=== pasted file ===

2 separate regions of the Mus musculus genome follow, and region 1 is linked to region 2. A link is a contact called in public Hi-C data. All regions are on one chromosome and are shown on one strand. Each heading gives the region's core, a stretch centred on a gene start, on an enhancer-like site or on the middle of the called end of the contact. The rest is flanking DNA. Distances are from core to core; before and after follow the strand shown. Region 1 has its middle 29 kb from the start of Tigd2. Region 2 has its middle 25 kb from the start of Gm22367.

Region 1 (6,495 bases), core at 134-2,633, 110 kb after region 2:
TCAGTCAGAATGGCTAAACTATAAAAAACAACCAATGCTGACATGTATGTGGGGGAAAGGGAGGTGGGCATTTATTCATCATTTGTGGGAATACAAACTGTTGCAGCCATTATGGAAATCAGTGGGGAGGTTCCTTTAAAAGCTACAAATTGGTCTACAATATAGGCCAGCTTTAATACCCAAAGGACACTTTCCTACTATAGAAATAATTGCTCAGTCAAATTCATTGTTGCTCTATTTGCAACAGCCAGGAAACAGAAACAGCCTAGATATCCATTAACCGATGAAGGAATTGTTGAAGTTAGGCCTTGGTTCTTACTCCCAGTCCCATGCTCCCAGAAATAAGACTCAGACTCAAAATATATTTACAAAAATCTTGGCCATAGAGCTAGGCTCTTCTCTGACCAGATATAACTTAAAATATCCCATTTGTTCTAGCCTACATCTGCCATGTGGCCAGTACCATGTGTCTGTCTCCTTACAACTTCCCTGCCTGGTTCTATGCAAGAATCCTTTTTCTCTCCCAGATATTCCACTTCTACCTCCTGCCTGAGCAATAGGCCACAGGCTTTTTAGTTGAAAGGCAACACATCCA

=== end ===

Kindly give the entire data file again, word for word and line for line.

2 separate regions of the Mus musculus genome follow, and region 1 is linked to region 2. A link is a contact called in public Hi-C data. All regions are on one chromosome and are shown on one strand. Each heading gives the region's core, a stretch centred on a gene start, on an enhancer-like site or on the middle of the called end of the contact. The rest is flanking DNA. Distances are from core to core; before and after follow the strand shown. Region 1 has its middle 29 kb from the start of Tigd2. Region 2 has its middle 25 kb from the start of Gm22367.

Region 1 (6,495 bases), core at 134-2,633, 110 kb after region 2:
TCAGTCAGAATGGCTAAACTATAAAAAACAACCAATGCTGACATGTATGTGGGGGAAAGGGAGGTGGGCATTTATTCATCATTTGTGGGAATACAAACTGTTGCAGCCATTATGGAAATCAGTGGGGAGGTTCCTTTAAAAGCTACAAATTGGTCTACAATATAGGCCAGCTTTAATACCCAAAGGACACTTTCCTACTATAGAAATAATTGCTCAGTCAAATTCATTGTTGCTCTATTTGCAACAGCCAGGAAACAGAAACAGCCTAGATATCCATTAACCGATGAAGGAATTGTTGAAGTTAGGCCTTGGTTCTTACTCCCAGTCCCATGCTCCCAGAAATAAGACTCAGACTCAAAATATATTTACAAAAATCTTGGCCATAGAGCTAGGCTCTTCTCTGACCAGATATAACTTAAAATATCCCATTTGTTCTAGCCTACATCTGCCATGTGGCCAGTACCATGTGTCTGTCTCCTTACAACTTCCCTGCCTGGTTCTATGCAAGAATCCTTTTTCTCTCCCAGATATTCCACTTCTACCTCCTGCCTGAGCAATAGGCCACAGGCTTTTTAGTTGAAAGGCAACACATCCA